In the central highlands of Ethiopia (2500-3000 meters above sea level), grasses, and cereals straw are major sources of animal feed. However, these feed resources are characterized by high fiber (>55%), low digestibility, low crude protein (<7%) contents, and poor mineral composition . One way to optimize utilization of available feed resources is strategic supplementation of crop residues with plant protein sources such as leguminous forage crops, which have the potential for alleviating some of the feed shortages and nutritional deficiencies experienced in the dry season on smallholder farms .
Oat is the most important well-adapted cereal fodder crop grown in the midland and highlands of Ethiopia mainly under rain fed conditions. Oats are important in feeding ruminant animals for their high Dry Matter (DM) production and low cost, are very palatable (softness), good in protein as compared to the other grains, and considered as an excellent feed for all livestock. Regarding to high feed costs of protein supplementations, legumes can be used in livestock nutrition for their high protein content and, thus, providing cost saving. Since legumes have a low DM yield, acceptable forage yield and quality and yield can obtained from mixing of oat and vetch as compared with their sole. Vetch is one of the most important improved forage legumes, which are a high nutritional quality as animal feed containing between 25.8 and 26.0% crude protein as well as an excellent source of vitamins and minerals .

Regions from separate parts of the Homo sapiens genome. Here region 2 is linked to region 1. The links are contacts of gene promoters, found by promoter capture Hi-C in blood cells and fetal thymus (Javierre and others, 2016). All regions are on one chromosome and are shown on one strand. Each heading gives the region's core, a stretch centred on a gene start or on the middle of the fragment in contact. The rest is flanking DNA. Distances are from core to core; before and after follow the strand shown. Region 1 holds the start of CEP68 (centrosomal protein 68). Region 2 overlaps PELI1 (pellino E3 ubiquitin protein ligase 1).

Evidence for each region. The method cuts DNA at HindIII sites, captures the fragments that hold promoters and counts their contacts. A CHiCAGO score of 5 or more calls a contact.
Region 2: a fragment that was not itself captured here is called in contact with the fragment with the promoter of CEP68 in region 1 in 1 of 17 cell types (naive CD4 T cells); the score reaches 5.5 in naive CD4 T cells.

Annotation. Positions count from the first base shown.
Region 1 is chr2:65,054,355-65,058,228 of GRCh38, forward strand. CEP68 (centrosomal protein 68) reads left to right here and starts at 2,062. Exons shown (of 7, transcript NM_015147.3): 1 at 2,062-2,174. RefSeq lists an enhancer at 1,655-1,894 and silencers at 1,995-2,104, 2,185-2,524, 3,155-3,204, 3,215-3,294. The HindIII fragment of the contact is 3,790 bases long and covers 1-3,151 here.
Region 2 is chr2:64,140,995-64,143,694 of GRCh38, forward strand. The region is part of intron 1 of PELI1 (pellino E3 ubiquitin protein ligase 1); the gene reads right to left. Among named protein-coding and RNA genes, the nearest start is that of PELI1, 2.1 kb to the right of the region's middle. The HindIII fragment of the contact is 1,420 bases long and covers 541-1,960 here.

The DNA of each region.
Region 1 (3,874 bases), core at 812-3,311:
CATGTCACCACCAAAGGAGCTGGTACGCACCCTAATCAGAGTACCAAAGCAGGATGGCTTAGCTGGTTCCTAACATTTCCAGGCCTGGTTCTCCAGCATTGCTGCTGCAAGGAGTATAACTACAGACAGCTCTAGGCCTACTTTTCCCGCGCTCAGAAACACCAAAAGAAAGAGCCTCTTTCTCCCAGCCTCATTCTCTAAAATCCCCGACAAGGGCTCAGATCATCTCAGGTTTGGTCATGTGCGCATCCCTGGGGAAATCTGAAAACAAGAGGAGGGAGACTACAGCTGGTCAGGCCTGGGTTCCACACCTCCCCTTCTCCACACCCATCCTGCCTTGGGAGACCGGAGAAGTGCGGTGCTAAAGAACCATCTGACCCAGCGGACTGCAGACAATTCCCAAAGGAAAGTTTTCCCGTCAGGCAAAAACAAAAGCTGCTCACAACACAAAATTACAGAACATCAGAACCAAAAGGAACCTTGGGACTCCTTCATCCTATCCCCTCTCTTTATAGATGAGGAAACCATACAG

Intercropping of cereals and legumes is widely used in low-input agriculture because the mixture of nitrogen (N)-fixing and non-N-fixing crop species provide complementarities in the utilization of resources . Intercropping cereals and legumes also significantly increased protein levels and reduced fiber concentrations . Combinations of forage produce high yields, forage quality, and minerals when planted along with other legume crops . Previous studies have shown that intercropping of vetch with oats have a great potential for improving nutritive value and high total biomass yield of the forage as compared to sole cropping, this farming system practically protects soil from erosion, improve the nutritive (protein) and limit weed population. Association of Vetch and Oat produce 8.93 t ha1 and pure stand oat of produced 8.01 t ha1 . Farmers show an enormous interest to exercise further this cheapest technology as the view of the farmers collected indicated during the demonstration of this technology.